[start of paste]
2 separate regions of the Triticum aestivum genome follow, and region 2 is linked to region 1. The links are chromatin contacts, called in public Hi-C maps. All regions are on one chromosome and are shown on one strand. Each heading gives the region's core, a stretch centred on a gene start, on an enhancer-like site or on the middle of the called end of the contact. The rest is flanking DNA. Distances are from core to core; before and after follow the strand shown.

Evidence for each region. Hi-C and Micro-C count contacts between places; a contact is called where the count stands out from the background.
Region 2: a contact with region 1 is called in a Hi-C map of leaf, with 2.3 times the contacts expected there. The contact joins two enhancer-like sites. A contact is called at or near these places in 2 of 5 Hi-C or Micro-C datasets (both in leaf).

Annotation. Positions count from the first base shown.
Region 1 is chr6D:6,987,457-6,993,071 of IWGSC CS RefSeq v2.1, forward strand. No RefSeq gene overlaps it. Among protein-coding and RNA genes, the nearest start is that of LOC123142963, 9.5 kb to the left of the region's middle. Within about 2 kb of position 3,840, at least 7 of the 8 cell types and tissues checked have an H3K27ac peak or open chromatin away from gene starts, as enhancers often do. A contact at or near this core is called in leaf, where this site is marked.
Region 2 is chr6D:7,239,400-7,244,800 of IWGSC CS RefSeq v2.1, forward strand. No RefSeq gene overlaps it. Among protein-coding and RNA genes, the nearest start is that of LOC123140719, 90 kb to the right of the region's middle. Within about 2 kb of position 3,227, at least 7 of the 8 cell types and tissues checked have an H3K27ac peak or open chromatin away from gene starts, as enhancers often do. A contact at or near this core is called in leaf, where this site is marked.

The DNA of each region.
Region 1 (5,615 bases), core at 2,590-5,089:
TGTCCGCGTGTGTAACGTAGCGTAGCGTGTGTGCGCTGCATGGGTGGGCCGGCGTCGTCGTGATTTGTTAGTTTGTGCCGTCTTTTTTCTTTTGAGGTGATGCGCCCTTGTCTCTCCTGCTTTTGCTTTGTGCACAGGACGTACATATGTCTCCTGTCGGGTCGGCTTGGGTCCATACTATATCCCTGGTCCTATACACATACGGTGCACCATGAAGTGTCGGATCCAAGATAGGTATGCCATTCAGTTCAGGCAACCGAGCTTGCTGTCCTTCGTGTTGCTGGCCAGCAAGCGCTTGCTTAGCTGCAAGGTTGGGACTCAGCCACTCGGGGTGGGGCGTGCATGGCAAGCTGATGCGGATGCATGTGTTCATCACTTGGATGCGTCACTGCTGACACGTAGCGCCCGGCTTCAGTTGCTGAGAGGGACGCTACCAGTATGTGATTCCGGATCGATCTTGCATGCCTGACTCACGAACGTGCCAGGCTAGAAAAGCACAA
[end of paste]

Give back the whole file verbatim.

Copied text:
2 separate regions of the Triticum aestivum genome follow, and region 2 is linked to region 1. The links are chromatin contacts, called in public Hi-C maps. All regions are on one chromosome and are shown on one strand. Each heading gives the region's core, a stretch centred on a gene start, on an enhancer-like site or on the middle of the called end of the contact. The rest is flanking DNA. Distances are from core to core; before and after follow the strand shown.

Evidence for each region. Hi-C and Micro-C count contacts between places; a contact is called where the count stands out from the background.
Region 2: a contact with region 1 is called in a Hi-C map of leaf, with 2.3 times the contacts expected there. The contact joins two enhancer-like sites. A contact is called at or near these places in 2 of 5 Hi-C or Micro-C datasets (both in leaf).

Annotation. Positions count from the first base shown.
Region 1 is chr6D:6,987,457-6,993,071 of IWGSC CS RefSeq v2.1, forward strand. No RefSeq gene overlaps it. Among protein-coding and RNA genes, the nearest start is that of LOC123142963, 9.5 kb to the left of the region's middle. Within about 2 kb of position 3,840, at least 7 of the 8 cell types and tissues checked have an H3K27ac peak or open chromatin away from gene starts, as enhancers often do. A contact at or near this core is called in leaf, where this site is marked.
Region 2 is chr6D:7,239,400-7,244,800 of IWGSC CS RefSeq v2.1, forward strand. No RefSeq gene overlaps it. Among protein-coding and RNA genes, the nearest start is that of LOC123140719, 90 kb to the right of the region's middle. Within about 2 kb of position 3,227, at least 7 of the 8 cell types and tissues checked have an H3K27ac peak or open chromatin away from gene starts, as enhancers often do. A contact at or near this core is called in leaf, where this site is marked.

The DNA of each region.
Region 1 (5,615 bases), core at 2,590-5,089:
TGTCCGCGTGTGTAACGTAGCGTAGCGTGTGTGCGCTGCATGGGTGGGCCGGCGTCGTCGTGATTTGTTAGTTTGTGCCGTCTTTTTTCTTTTGAGGTGATGCGCCCTTGTCTCTCCTGCTTTTGCTTTGTGCACAGGACGTACATATGTCTCCTGTCGGGTCGGCTTGGGTCCATACTATATCCCTGGTCCTATACACATACGGTGCACCATGAAGTGTCGGATCCAAGATAGGTATGCCATTCAGTTCAGGCAACCGAGCTTGCTGTCCTTCGTGTTGCTGGCCAGCAAGCGCTTGCTTAGCTGCAAGGTTGGGACTCAGCCACTCGGGGTGGGGCGTGCATGGCAAGCTGATGCGGATGCATGTGTTCATCACTTGGATGCGTCACTGCTGACACGTAGCGCCCGGCTTCAGTTGCTGAGAGGGACGCTACCAGTATGTGATTCCGGATCGATCTTGCATGCCTGACTCACGAACGTGCCAGGCTAGAAAAGCACAA